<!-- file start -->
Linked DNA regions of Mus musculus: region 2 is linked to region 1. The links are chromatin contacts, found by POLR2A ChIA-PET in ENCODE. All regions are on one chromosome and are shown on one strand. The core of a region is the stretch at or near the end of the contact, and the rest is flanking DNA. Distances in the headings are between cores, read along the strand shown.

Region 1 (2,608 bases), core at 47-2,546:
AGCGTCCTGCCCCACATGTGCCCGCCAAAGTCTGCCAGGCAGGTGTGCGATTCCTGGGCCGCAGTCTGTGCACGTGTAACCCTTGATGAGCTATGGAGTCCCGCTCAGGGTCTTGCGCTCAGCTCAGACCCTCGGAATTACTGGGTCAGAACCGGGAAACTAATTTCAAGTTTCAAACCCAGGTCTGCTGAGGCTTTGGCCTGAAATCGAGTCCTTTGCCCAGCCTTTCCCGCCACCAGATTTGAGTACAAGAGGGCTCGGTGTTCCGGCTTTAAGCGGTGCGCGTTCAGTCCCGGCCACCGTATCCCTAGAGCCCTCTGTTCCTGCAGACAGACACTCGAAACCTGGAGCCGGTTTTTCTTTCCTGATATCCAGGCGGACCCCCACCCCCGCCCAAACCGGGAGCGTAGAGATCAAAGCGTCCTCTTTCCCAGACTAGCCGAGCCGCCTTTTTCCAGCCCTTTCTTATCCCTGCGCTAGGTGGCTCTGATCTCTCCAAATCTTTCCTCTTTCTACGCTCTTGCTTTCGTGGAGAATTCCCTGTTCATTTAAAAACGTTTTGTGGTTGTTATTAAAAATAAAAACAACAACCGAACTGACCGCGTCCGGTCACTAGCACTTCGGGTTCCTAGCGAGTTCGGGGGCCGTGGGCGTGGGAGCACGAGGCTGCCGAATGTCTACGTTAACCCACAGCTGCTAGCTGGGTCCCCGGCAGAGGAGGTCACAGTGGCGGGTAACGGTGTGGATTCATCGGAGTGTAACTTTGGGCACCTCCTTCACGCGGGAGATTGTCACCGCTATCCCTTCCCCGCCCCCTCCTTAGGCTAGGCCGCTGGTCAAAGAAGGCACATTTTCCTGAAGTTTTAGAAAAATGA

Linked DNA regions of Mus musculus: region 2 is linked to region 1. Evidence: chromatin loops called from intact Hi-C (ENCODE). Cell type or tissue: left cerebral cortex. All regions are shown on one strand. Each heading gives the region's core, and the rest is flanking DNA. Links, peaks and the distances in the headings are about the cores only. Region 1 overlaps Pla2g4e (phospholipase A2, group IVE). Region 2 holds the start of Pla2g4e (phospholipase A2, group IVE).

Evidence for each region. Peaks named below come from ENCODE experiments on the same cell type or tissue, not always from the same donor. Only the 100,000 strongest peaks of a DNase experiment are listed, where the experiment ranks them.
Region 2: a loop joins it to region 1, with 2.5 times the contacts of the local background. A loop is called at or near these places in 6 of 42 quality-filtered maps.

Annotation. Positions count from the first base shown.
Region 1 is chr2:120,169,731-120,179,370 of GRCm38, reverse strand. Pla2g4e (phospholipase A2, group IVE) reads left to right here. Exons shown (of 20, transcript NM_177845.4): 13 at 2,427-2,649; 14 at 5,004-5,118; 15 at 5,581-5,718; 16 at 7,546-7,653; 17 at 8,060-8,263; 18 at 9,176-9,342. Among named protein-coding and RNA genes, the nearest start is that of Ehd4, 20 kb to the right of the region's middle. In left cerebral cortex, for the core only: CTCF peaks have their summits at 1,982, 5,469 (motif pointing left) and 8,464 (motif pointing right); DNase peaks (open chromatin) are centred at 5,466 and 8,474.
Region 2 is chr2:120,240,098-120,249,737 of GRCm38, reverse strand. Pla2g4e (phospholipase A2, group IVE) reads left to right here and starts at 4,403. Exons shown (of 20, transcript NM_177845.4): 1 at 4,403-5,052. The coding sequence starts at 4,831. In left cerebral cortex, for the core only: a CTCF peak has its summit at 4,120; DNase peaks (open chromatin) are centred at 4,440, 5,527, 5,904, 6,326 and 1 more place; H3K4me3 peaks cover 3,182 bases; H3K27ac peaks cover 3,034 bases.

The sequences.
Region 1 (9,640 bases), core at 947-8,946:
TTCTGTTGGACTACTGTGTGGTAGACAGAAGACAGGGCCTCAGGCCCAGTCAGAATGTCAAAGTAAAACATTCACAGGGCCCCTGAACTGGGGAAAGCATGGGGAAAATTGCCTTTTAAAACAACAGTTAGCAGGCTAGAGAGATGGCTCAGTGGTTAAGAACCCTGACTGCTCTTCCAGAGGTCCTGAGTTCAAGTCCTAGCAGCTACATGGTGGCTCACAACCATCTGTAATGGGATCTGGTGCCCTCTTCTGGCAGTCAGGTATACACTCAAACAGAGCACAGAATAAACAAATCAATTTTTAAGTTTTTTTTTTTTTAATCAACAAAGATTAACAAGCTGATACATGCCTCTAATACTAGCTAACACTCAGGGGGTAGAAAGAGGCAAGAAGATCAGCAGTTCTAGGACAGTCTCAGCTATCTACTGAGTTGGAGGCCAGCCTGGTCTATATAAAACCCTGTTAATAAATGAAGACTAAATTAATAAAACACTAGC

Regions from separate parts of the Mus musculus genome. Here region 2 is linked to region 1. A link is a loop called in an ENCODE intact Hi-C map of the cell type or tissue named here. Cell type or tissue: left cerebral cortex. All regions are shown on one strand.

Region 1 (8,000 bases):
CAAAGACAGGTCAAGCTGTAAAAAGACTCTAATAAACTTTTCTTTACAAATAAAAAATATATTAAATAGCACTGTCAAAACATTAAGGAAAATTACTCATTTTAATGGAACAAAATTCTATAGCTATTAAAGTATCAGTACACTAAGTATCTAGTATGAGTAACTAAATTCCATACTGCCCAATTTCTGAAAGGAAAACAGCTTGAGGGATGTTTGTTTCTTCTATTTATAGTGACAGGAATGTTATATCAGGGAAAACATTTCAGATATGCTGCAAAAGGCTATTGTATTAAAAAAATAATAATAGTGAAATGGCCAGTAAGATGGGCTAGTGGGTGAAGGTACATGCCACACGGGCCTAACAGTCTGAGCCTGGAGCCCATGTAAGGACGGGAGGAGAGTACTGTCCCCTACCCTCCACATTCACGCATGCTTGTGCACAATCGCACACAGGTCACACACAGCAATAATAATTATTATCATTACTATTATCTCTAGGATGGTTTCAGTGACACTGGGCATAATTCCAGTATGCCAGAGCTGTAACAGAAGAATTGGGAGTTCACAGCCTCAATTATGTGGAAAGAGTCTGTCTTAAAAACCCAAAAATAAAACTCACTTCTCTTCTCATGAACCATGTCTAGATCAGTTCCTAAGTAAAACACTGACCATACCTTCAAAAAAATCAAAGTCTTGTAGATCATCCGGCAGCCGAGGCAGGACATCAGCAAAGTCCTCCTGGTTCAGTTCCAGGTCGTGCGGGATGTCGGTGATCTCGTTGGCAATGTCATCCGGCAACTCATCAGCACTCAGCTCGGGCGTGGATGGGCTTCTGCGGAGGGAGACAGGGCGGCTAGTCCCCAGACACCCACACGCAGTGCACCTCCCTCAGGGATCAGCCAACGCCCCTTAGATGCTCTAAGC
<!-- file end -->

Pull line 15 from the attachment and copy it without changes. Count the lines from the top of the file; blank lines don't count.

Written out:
CAAAGACAGGTCAAGCTGTAAAAAGACTCTAATAAACTTTTCTTTACAAATAAAAAATATATTAAATAGCACTGTCAAAACATTAAGGAAAATTACTCATTTTAATGGAACAAAATTCTATAGCTATTAAAGTATCAGTACACTAAGTATCTAGTATGAGTAACTAAATTCCATACTGCCCAATTTCTGAAAGGAAAACAGCTTGAGGGATGTTTGTTTCTTCTATTTATAGTGACAGGAATGTTATATCAGGGAAAACATTTCAGATATGCTGCAAAAGGCTATTGTATTAAAAAAATAATAATAGTGAAATGGCCAGTAAGATGGGCTAGTGGGTGAAGGTACATGCCACACGGGCCTAACAGTCTGAGCCTGGAGCCCATGTAAGGACGGGAGGAGAGTACTGTCCCCTACCCTCCACATTCACGCATGCTTGTGCACAATCGCACACAGGTCACACACAGCAATAATAATTATTATCATTACTATTATCTCTAGGATGGTTTCAGTGACACTGGGCATAATTCCAGTATGCCAGAGCTGTAACAGAAGAATTGGGAGTTCACAGCCTCAATTATGTGGAAAGAGTCTGTCTTAAAAACCCAAAAATAAAACTCACTTCTCTTCTCATGAACCATGTCTAGATCAGTTCCTAAGTAAAACACTGACCATACCTTCAAAAAAATCAAAGTCTTGTAGATCATCCGGCAGCCGAGGCAGGACATCAGCAAAGTCCTCCTGGTTCAGTTCCAGGTCGTGCGGGATGTCGGTGATCTCGTTGGCAATGTCATCCGGCAACTCATCAGCACTCAGCTCGGGCGTGGATGGGCTTCTGCGGAGGGAGACAGGGCGGCTAGTCCCCAGACACCCACACGCAGTGCACCTCCCTCAGGGATCAGCCAACGCCCCTTAGATGCTCTAAGC